The Stack Archive

France orders Facebook to revise its data privacy failings

Tue 9 Feb 2016

Facebook France

French data protection regulator CNIL, has today flagged Facebook with a formal notice to comply with European data privacy laws within the next three months, or face possible sanctions.

If the company is able to make the changes to its operations within this timeframe, Facebook will not face any punishment for its alleged data privacy failures.

According to reports, Facebook is now reviewing the CNIL’s demands, and has provided the following statement: “We are confident that we comply with European Data Protection law and look forward to engaging with the CNIL to respond to their concerns.”

The CNIL has argued that Facebook is violating multiple data protection laws, including the collection of non-member browsing activities. Yesterday’s CNIL statement read: ‘The company does not inform internet users that it sets a cookie on their terminal when they visit a Facebook public page (e.g. page of a public event or of a friend). This cookie transmits to Facebook information relating to third-party websites offering Facebook plug-ins (e.g. Like button) that are visited by internet users.’

The group also added that the social media platform is gathering data regarding the sexual orientation, religious and political preferences ‘without the explicit consent of account holders.’ It noted too that Facebook does not notify users at sign-up of their rights concerning their personal data.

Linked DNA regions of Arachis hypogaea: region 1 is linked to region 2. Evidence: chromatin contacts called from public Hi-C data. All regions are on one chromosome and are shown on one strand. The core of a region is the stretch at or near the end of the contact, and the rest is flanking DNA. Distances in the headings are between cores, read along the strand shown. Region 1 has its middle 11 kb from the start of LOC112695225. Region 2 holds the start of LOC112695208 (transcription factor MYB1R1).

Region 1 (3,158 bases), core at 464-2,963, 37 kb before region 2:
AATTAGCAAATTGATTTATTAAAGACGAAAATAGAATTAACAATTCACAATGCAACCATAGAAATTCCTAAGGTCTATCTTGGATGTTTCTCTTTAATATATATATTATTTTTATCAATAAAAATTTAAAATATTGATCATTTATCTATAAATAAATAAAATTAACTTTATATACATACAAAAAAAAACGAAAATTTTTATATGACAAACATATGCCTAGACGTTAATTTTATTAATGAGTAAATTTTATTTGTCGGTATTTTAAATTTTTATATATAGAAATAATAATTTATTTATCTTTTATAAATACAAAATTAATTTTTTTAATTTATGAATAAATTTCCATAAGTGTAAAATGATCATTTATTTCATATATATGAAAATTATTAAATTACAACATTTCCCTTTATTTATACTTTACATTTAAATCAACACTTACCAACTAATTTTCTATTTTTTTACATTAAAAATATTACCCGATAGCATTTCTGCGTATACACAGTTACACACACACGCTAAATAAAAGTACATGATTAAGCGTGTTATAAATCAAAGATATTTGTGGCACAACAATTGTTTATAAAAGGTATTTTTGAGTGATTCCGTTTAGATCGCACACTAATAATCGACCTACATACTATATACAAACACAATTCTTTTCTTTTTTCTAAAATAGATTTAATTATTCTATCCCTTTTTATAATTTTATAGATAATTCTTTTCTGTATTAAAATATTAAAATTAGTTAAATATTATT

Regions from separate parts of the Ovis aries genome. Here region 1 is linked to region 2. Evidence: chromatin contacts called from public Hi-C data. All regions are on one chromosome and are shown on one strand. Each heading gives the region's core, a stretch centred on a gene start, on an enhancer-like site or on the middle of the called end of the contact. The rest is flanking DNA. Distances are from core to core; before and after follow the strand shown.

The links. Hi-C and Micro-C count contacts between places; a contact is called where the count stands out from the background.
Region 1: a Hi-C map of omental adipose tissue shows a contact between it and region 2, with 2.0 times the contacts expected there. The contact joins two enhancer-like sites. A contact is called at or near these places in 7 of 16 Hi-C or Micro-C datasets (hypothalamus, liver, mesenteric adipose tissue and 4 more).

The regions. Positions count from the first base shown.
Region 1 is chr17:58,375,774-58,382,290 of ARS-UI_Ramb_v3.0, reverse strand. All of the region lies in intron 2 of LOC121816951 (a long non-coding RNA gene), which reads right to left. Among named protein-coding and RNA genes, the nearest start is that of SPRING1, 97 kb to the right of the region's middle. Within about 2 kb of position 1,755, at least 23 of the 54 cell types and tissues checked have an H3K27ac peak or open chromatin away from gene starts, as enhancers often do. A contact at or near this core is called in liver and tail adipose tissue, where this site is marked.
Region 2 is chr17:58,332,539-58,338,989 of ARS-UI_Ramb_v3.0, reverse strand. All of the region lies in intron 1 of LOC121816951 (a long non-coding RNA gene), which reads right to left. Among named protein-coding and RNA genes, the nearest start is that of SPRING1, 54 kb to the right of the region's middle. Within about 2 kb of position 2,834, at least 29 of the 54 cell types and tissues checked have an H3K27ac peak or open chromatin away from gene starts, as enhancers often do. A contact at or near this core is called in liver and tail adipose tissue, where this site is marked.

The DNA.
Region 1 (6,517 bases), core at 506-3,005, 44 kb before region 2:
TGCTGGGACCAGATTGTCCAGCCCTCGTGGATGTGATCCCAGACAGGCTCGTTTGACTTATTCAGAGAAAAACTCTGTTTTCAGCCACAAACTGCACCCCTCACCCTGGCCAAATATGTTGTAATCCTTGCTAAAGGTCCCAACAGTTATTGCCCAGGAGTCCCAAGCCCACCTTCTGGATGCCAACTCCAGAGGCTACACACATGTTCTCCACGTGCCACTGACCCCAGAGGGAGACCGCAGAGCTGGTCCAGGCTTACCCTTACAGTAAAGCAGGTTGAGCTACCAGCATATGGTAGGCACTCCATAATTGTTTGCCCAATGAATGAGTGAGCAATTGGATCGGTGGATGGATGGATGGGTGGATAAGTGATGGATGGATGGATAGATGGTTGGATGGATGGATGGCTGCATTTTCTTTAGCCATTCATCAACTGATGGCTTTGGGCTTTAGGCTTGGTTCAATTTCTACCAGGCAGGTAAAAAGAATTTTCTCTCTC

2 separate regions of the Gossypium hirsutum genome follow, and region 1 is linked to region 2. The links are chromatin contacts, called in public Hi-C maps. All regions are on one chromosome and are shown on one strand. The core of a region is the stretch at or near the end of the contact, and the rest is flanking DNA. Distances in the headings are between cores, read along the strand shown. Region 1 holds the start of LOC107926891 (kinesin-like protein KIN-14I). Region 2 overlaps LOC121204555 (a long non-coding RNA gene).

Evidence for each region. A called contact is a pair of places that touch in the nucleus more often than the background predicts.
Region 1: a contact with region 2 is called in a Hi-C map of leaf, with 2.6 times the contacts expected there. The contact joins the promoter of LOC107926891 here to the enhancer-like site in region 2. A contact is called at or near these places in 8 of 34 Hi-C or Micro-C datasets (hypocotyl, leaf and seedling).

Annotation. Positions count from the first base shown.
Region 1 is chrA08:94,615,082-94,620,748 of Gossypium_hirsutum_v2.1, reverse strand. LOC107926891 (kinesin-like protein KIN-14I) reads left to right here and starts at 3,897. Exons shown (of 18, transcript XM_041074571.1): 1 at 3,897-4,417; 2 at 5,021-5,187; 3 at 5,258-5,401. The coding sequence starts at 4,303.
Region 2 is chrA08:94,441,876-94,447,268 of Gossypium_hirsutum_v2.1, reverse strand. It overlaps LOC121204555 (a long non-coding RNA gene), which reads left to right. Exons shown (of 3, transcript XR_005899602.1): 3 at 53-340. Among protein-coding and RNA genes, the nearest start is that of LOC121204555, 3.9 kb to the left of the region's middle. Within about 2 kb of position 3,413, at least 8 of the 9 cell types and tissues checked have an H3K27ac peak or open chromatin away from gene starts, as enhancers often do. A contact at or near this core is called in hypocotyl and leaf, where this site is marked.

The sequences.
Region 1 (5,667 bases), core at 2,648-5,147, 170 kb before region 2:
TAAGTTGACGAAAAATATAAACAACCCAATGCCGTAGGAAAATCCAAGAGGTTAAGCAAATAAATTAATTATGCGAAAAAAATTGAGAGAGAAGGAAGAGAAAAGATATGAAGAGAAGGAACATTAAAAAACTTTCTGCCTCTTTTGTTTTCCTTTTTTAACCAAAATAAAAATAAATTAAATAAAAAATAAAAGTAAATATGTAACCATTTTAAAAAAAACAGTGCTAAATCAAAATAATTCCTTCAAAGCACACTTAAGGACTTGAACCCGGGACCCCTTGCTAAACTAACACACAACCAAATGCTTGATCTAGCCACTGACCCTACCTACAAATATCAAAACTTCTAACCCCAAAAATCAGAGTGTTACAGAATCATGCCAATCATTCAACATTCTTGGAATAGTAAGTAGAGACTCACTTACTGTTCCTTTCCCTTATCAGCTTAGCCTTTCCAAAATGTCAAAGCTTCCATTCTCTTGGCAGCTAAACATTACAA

The CNIL further accused the website of setting advertising cookies ‘without properly informing and obtaining the consent of internet users.’ Users are neither offered any tool or information about stopping the collection of their data for use in targeted advertising, thereby violating ‘their fundamental rights and interests, including their right to respect for private life.’

It also asserted that Facebook is continuing to use the U.S. data transfer system, Safe Harbor, four months after it was declared illegal by the European Court of Justice.

The CNIL wrote that it had made its formal notice publicly accessible, due to the seriousness of the failures, as well as the number of people who have expressed concerns over Facebook’s data operations.


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